‘Once it was agreed that the Prince was free to marry, the next step was to find him a bride. There were two candidates, both of whom were his cousins. One was Princess Louise of Mecklenburg – Strelitz, whose father was the brother of his mother, Queen Charlotte. The other was Princess Caroline of Brunswick, whose mother was a sister of his father, the King.The Queen was enthusiastically in favour of Princess Louise*, not only because Louise was her niece and reputedly the better looking, but also because, like many other people at court, she had heard too many unsavoury rumours about Princess Caroline. The Brunswicker Princess was said to be coarse and uninhibited. She was said to have had several affairs, one with an Irish officer in her father’s army, and it was known that earlier marriage negotiations had been broken off without reason.’
[an extract from ‘Charlotte&Leopold’ by James Chambers]
By the terms of his father’s Royal Marriages Act, princes of the Blood Royal could only marry with the King’s consent, which really meant they could only marry respectable German princesses, who were also Protestant. This was very limiting. George III’s seven sons had the greatest difficulty in keeping within the law, and most of them did not try: it was simpler, as the Dukes of Clarence and Kent discovered, to take a mistress and stick to her. But it did not help the succession.
[extract from Prinny’s Daughter: A Biography of Princess Charlotte of Wales by Thea Holme]
‘George Augustus Frederick, Prince of Wales, eldest son and heir apparent of George III, King of England, was thirty – two old and, on paper at any rate, the most eligible bachelor in the western world. His attitude towards matrimony, however, had always been disappointingly negative. Indeed, some ten years earlier he had sworn that he would never marry. He had “settled it with Frederick” – Duke of York and his next and favourite brother – that Frederick would marry and that crown would descend to his children. But Frederick’s wifehad turned out to be barren, and other princes were now all either comfortably suited with mistresses, or for other reasons unwilling or unable to do their duty by the family. George III’s plain sturdy little Queen (she had been Charlotte of Mecklenburg – Strelitz) had survived no fewer than fifteen pregnancies nd successfully reared seven sons and five daughters, but the remarkable fact remained that by 1795 there were still no grandchildren – or at least no grandchildren born on the right side of the blanket. It was not, however, concern for the future of the Hanoverian succession which had finally propelled the Prince of Wales towards the altar – it was stern financial necessity.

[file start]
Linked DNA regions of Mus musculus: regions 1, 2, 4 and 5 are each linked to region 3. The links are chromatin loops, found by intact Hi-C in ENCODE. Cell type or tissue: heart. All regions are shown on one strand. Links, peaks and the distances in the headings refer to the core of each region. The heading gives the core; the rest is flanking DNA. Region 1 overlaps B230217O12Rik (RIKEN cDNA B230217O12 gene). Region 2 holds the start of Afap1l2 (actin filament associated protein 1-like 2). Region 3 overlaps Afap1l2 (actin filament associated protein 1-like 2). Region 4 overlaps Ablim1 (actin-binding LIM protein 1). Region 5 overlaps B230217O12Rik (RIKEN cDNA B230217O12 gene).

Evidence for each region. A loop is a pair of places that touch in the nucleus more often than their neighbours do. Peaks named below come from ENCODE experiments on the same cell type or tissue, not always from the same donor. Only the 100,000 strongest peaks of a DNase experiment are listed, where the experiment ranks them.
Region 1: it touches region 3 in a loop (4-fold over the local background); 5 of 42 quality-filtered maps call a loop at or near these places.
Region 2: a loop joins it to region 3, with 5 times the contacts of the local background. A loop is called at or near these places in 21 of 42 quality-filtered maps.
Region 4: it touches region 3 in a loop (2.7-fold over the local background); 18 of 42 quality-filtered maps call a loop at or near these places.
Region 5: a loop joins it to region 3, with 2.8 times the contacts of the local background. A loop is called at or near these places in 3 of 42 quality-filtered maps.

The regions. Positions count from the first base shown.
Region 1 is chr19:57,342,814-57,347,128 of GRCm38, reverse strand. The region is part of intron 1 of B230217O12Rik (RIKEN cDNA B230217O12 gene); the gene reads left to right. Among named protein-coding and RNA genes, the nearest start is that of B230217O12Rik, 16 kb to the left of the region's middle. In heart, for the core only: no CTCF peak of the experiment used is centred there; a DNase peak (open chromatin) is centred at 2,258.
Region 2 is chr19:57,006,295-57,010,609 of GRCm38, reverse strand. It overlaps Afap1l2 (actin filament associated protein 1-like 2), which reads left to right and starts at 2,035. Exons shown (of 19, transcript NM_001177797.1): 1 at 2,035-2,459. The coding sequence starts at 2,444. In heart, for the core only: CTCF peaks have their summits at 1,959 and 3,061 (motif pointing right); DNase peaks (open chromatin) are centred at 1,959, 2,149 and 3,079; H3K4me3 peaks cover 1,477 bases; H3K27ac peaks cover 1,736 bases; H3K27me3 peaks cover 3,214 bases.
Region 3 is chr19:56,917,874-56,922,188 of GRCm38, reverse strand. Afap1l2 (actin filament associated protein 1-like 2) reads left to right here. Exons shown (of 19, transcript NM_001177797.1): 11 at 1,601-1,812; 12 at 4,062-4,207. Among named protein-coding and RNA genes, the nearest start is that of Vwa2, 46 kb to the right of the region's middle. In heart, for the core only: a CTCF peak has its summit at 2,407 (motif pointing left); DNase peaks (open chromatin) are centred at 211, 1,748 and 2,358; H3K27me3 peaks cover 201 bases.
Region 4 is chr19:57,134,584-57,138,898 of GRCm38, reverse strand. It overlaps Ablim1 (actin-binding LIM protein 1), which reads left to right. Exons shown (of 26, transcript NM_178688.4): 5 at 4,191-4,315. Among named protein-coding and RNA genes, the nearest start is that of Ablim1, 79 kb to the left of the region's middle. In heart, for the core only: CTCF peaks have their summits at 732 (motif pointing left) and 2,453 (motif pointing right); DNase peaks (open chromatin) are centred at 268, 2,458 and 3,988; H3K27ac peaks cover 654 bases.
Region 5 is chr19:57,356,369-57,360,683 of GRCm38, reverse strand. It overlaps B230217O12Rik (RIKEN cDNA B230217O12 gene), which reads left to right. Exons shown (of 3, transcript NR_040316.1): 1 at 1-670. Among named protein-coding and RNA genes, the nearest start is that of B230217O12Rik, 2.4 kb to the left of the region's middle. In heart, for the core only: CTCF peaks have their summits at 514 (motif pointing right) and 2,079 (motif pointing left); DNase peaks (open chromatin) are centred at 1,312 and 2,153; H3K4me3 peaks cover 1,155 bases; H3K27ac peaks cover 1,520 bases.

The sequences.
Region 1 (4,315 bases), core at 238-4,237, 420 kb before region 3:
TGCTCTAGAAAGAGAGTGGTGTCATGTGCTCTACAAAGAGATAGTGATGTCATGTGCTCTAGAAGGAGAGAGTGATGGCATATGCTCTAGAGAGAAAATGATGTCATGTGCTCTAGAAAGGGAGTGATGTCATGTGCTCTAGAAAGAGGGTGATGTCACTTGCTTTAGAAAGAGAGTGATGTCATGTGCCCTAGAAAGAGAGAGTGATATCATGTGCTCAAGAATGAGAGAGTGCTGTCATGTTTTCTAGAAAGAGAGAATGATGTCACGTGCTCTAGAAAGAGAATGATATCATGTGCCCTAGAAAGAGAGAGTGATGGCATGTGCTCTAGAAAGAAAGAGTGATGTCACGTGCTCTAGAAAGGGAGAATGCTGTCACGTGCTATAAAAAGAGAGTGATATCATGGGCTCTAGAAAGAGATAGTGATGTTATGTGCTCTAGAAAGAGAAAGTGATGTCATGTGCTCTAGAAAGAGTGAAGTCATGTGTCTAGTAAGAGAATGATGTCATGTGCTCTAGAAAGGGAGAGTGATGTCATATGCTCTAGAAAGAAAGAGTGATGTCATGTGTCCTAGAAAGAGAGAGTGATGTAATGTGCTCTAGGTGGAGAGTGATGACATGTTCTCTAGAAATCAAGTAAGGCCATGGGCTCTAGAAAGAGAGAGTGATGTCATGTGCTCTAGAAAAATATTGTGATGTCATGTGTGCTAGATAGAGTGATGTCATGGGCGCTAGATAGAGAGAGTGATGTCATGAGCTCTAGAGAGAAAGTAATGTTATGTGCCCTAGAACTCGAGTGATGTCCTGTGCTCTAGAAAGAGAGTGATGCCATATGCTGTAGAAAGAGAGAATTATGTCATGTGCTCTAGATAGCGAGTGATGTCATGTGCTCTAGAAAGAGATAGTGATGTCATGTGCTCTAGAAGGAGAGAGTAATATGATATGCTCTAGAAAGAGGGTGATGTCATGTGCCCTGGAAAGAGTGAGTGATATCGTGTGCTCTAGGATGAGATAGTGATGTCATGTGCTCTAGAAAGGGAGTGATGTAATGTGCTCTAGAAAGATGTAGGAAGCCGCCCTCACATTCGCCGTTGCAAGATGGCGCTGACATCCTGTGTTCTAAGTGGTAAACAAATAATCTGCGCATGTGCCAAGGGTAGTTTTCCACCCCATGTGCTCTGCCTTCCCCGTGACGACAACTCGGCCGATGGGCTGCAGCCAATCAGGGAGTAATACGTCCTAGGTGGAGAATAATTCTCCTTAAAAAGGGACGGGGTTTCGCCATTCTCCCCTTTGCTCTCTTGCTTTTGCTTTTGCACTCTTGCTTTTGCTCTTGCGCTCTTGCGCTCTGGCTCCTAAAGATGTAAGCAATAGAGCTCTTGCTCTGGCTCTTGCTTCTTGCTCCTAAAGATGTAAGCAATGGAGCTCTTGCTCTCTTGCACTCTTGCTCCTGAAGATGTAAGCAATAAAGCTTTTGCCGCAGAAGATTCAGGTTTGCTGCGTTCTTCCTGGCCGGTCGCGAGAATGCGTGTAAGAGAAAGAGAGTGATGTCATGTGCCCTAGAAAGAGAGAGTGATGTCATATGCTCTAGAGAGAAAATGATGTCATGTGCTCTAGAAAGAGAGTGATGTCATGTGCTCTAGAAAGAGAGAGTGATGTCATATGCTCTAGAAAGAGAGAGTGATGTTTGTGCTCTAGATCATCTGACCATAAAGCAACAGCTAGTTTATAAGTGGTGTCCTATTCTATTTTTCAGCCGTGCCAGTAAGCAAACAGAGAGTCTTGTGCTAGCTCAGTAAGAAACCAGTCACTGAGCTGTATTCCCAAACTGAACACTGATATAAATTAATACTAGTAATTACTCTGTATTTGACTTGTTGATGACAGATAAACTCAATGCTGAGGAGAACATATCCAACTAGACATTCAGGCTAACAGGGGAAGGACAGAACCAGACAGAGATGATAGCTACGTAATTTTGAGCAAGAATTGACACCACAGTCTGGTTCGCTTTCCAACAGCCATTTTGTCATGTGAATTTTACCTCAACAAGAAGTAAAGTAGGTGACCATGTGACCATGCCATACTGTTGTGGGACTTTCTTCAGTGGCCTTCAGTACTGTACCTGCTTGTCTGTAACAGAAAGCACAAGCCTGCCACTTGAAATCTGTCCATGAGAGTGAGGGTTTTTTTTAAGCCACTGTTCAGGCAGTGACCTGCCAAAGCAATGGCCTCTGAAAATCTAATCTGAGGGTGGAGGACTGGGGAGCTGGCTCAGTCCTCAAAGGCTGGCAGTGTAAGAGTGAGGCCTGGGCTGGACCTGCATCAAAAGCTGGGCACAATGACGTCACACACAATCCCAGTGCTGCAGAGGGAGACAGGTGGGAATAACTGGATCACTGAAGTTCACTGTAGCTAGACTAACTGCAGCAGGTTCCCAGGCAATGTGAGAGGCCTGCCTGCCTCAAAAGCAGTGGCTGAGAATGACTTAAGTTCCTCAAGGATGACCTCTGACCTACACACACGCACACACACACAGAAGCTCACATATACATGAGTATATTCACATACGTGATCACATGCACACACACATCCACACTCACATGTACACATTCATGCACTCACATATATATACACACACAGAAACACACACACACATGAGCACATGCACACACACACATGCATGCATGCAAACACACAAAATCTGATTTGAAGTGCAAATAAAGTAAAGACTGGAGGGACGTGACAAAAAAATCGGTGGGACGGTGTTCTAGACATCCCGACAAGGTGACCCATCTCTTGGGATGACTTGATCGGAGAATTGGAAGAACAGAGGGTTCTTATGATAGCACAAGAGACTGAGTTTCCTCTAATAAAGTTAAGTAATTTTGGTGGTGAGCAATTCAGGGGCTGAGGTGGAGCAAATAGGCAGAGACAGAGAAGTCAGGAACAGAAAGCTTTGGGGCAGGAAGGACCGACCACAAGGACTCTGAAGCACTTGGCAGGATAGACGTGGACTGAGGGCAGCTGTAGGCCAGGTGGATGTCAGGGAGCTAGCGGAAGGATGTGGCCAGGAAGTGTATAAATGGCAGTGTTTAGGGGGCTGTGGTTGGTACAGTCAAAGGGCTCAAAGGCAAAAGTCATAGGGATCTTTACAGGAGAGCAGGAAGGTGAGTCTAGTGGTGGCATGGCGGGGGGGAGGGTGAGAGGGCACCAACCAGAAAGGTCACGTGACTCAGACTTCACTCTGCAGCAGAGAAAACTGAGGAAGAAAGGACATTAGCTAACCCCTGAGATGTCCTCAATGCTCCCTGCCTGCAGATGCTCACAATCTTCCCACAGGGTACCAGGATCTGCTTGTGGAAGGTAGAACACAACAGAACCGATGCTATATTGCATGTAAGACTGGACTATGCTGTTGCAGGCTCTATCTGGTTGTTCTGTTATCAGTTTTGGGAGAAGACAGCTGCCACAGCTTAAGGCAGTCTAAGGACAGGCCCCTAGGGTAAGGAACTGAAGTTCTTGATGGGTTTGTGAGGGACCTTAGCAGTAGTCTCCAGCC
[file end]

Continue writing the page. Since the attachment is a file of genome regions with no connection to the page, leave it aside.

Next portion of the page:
[an extract from ‘Caroline&Charlotte’ by Alison Plowden]
Charlotte’s father only married her mother for money – not because Princess Caroline of Brunswick was rich, but because the Prime Minister, William Pitt, had told him that, when he married, the government would raise his income. The increase was intended to cover the cost of an appropriately enlarged household, but to the Prince it was an opportunity to continue his notorious extravagance (…) A suitable marriage was the Prince’s only hope.The promised increase would raise his allowance from the privy purse to 100, 000 pounds a year. Although, in itself, even this would not be enough to support all his extravagance, it would at least enable him to start making annual payments to some of his creditors, and that in turn might encourage others to lend him more. He was unmoved when he was told that it was his duty to get married and provide the kingdom with an heir. But when he was told that a marriage would bring in more money, he agreed at once.
(extract from ‘Charlotte&Leopold’ by James Chambers)